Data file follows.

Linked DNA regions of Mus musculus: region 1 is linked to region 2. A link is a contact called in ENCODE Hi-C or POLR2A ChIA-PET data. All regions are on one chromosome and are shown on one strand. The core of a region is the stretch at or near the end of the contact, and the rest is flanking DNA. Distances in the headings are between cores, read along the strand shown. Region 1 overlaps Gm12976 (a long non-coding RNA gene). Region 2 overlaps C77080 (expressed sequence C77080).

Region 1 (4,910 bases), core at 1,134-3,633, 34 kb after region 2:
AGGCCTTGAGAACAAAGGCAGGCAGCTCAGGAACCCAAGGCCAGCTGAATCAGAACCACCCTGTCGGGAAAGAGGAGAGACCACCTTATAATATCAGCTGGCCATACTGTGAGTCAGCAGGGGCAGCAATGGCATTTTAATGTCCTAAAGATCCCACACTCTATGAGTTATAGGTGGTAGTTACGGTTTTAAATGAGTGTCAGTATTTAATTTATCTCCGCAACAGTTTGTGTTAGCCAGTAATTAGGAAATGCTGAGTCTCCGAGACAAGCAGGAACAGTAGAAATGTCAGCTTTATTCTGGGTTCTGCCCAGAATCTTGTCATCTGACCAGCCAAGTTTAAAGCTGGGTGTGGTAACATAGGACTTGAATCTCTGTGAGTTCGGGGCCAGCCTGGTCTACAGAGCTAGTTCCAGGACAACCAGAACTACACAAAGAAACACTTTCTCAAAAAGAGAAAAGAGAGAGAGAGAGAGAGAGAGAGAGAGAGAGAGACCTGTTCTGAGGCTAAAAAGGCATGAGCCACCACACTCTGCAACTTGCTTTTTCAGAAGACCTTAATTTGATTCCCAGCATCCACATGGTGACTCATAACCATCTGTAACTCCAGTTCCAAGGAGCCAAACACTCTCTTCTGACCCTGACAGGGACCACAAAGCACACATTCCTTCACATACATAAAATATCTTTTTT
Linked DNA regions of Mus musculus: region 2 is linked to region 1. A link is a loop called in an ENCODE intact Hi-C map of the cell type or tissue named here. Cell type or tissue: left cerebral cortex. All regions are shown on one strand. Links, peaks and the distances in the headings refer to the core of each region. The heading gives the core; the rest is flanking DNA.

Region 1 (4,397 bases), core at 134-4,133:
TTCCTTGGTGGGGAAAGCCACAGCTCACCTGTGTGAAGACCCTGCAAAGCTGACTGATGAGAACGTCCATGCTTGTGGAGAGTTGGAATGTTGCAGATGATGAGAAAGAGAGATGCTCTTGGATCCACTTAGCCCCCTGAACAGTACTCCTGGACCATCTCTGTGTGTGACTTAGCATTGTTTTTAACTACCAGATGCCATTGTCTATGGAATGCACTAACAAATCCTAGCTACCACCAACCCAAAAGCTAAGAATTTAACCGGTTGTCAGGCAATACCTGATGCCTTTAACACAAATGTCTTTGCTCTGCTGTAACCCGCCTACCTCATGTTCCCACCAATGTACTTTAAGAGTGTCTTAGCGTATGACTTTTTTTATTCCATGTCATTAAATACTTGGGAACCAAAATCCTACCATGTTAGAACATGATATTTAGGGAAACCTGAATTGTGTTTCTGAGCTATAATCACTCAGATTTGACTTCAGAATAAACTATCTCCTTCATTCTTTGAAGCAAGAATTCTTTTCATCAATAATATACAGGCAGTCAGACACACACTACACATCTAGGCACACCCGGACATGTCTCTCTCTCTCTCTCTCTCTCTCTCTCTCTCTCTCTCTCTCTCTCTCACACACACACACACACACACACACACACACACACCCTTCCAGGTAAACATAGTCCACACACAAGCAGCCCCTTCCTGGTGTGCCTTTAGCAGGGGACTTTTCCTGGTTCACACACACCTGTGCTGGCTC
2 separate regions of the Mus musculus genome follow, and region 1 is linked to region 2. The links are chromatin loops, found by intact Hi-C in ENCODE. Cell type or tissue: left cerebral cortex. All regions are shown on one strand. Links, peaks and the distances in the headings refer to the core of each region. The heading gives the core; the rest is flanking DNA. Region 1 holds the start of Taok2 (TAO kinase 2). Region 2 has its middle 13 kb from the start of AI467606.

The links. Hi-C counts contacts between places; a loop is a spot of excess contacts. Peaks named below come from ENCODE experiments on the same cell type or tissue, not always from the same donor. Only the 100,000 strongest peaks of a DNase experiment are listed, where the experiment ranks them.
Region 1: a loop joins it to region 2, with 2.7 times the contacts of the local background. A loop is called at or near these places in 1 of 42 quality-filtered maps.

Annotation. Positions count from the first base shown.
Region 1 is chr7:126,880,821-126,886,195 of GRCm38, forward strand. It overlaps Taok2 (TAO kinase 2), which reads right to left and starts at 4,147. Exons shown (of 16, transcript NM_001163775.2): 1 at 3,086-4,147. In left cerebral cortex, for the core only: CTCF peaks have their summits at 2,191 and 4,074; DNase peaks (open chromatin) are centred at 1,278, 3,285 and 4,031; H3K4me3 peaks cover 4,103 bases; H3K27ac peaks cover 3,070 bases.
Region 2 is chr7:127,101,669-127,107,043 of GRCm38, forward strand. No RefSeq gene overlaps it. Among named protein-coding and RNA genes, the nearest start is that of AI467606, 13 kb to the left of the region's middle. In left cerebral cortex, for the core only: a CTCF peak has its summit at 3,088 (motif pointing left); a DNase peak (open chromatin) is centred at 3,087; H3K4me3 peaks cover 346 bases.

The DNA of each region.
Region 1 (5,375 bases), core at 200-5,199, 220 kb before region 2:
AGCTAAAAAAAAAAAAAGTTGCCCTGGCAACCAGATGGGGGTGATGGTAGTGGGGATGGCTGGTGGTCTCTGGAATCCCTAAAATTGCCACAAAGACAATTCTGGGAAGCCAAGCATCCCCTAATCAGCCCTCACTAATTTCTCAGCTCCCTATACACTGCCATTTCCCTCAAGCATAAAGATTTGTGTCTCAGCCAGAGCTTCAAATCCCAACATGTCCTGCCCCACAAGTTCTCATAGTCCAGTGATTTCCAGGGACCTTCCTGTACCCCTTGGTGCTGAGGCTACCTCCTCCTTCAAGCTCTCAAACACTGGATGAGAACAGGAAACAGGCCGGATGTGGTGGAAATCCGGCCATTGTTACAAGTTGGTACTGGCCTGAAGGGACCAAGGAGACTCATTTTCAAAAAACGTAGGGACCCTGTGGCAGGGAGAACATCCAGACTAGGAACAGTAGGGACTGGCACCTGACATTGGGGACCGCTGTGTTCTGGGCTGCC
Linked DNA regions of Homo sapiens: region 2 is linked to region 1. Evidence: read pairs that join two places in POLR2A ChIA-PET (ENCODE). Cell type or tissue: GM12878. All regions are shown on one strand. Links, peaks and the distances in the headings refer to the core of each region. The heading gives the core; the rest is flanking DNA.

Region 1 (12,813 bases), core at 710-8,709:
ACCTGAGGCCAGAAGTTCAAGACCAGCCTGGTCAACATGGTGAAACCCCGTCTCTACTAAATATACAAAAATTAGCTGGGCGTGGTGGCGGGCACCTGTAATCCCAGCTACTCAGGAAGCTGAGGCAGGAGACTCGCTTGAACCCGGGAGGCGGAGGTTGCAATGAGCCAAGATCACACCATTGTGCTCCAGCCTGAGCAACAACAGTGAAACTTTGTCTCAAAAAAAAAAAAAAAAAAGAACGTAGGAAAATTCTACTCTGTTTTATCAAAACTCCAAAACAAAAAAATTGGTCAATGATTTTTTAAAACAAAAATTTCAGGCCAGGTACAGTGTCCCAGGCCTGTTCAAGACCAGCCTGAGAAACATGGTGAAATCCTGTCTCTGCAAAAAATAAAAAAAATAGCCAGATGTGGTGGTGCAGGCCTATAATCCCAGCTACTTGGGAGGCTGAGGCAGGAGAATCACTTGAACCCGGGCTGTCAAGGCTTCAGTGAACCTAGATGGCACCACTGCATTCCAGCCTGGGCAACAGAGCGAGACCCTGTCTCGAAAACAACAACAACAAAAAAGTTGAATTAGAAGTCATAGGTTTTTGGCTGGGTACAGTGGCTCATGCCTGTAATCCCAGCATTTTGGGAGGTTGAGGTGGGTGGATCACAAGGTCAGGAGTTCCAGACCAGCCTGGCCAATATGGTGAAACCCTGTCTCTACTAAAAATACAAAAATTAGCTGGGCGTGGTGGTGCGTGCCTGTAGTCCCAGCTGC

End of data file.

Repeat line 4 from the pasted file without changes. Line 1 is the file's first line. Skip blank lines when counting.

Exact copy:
Linked DNA regions of Mus musculus: region 2 is linked to region 1. A link is a loop called in an ENCODE intact Hi-C map of the cell type or tissue named here. Cell type or tissue: left cerebral cortex. All regions are shown on one strand. Links, peaks and the distances in the headings refer to the core of each region. The heading gives the core; the rest is flanking DNA.